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College Parents Can Influence Student Employment Success

Most college parents are deeply concerned about the employment success of their children and expect colleges do everything possible to ensure that students are fully prepared to conduct an effective job search. Unfortunately, far too many colleges place their student employment training and assistance efforts at the bottom of their list of priorities.

For the most part, colleges are still handling student employment assistance the way it has been done for the last fifty years. A small number of people in the Career Services Office struggle to provide students with the information and insights that are needed for employment success. However, most colleges are either not aware of or have ignored the newer and more effective systems that are available.

Therefore, it is extremely important for college parents and students to tell their college leaders what they want and expect for their money. If parents want their children to graduate from college with a good job at a respected employer, they must make their needs and expectations known to the college leaders who ultimately control the process and the resources.

If your child is attending a college that has only one or two people to help 5,000 students with their job search preparation efforts, you know that your student will not receive very much help. Therefore, you should know that:

- Most students have no idea what it takes to prepare for and land a good job
- Students have unrealistic ideas about everything associated with the job search
- For most employment opportunities, good grades are not enough
- The senior year job search actually starts in the freshman year
- Without exceptional preparation, few students can compete for the best jobs

Why are colleges not actively addressing this need?

- College leaders do not hear many complaints from parents and students
- The college’s resources (Money, People, Time) are allocated elsewhere
- Change is difficult and painful within educational institutions
- College leaders see other priorities as being more important
- College leaders are not aware of alternative systems and approaches
- College leaders are happy with the way things are and see no reason to change
- It takes too much work to adequately address this issue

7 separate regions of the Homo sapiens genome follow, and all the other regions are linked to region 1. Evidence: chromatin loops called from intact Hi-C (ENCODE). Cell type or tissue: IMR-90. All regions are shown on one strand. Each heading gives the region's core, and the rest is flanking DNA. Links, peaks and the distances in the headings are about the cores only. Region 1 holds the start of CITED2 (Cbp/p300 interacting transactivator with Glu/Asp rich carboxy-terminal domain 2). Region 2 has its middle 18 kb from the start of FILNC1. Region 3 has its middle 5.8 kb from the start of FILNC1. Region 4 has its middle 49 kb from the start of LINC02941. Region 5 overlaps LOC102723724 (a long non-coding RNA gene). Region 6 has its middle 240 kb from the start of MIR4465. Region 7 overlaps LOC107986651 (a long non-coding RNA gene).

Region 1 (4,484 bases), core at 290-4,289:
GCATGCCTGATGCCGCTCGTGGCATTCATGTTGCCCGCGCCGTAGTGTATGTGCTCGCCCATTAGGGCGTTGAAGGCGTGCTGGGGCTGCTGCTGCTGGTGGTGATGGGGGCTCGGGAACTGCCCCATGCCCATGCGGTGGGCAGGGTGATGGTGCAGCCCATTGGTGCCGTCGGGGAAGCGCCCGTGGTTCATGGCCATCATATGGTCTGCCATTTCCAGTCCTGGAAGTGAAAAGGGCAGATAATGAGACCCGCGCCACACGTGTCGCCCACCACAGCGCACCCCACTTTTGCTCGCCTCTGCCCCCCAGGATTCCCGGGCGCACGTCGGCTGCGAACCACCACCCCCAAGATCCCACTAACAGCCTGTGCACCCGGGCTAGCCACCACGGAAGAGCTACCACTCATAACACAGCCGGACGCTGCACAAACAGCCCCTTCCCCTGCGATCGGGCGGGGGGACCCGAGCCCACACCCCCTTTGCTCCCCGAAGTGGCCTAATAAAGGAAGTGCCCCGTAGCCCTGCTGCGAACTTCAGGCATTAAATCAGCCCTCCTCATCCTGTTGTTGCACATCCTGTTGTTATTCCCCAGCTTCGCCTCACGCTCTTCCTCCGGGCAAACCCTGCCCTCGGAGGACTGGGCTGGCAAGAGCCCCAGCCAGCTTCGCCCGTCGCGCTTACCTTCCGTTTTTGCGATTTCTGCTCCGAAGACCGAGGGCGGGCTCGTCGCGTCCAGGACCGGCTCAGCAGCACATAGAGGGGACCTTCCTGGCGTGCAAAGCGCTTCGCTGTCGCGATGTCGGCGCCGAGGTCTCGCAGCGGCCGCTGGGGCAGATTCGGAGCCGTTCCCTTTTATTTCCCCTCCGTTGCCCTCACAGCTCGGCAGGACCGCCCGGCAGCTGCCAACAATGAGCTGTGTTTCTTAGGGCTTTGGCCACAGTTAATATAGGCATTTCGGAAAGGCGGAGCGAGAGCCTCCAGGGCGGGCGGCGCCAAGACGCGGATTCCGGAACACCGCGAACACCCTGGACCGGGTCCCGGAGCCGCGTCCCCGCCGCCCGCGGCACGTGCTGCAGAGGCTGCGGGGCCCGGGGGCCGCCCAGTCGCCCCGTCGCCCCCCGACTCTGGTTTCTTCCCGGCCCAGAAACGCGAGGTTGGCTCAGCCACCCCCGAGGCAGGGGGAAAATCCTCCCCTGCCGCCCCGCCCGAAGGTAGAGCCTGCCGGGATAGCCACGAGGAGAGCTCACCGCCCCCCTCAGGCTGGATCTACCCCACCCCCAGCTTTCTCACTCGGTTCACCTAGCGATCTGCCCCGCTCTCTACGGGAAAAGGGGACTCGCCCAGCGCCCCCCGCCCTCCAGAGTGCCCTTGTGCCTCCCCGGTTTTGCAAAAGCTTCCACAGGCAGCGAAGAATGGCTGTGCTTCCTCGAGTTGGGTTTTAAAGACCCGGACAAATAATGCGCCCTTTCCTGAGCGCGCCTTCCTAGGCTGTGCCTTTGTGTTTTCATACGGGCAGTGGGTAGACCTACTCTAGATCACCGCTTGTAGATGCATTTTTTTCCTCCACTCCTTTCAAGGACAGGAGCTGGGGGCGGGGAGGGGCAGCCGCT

What are some of the things that colleges can do to help students identify, prepare for and land more and better jobs?

- Be willing to use their entire college community as a resource
- Address the employment needs of 100% of their students
- Help students discover their vision (direction) and passion (motivation)
- Teach all students the employment “tools and techniques” they will need
- Describe and explain everything that should be done to compete for good jobs
- Have employment counselors assigned to every student and meet regularly
- Clarify exactly what employers want, need and expect of student candidates
- Encourage students to participate in on-campus and off-campus activities
- Help students find internships, part-time and summer jobs
- Help students obtain the information and experiences that will impress employers
- Make it easier for students to build a list of accomplishments and successes
- Help students identify potential employers in their fields of study
- Explain how students can make themselves stand out
- Show students how to build relationships with enthusiastic references

To change the way your college addresses the issue of student employment success:

- Parents can make their wishes known to the President and Board of Trustees
- Students can communicate their needs and desires for employment assistance
- Alumni can describe the need for a comprehensive job search preparation system

When large numbers of parents, students and alumni make their needs and wishes known, colleges will be more willing to take a serious look at the employment concerns of their students. Those colleges that address this need in a meaningful way will start to see their students attract more attention from employers, perform at a much higher level during interviews and receive more and better job offers.

Progressive college leaders listen to parents, students and alumni, in order to serve the needs of their students. Of course, college leaders are very busy. Therefore, you may need to tap them on the shoulder to get their attention. Visits, letters, e-mail messages and telephone calls on this important issue will get their attention.

Parents: What are you doing to influence your college leaders? No doubt about it, the kind, amount and quality of job search preparation assistance offered by a college will be seen in the employment success rate of its students.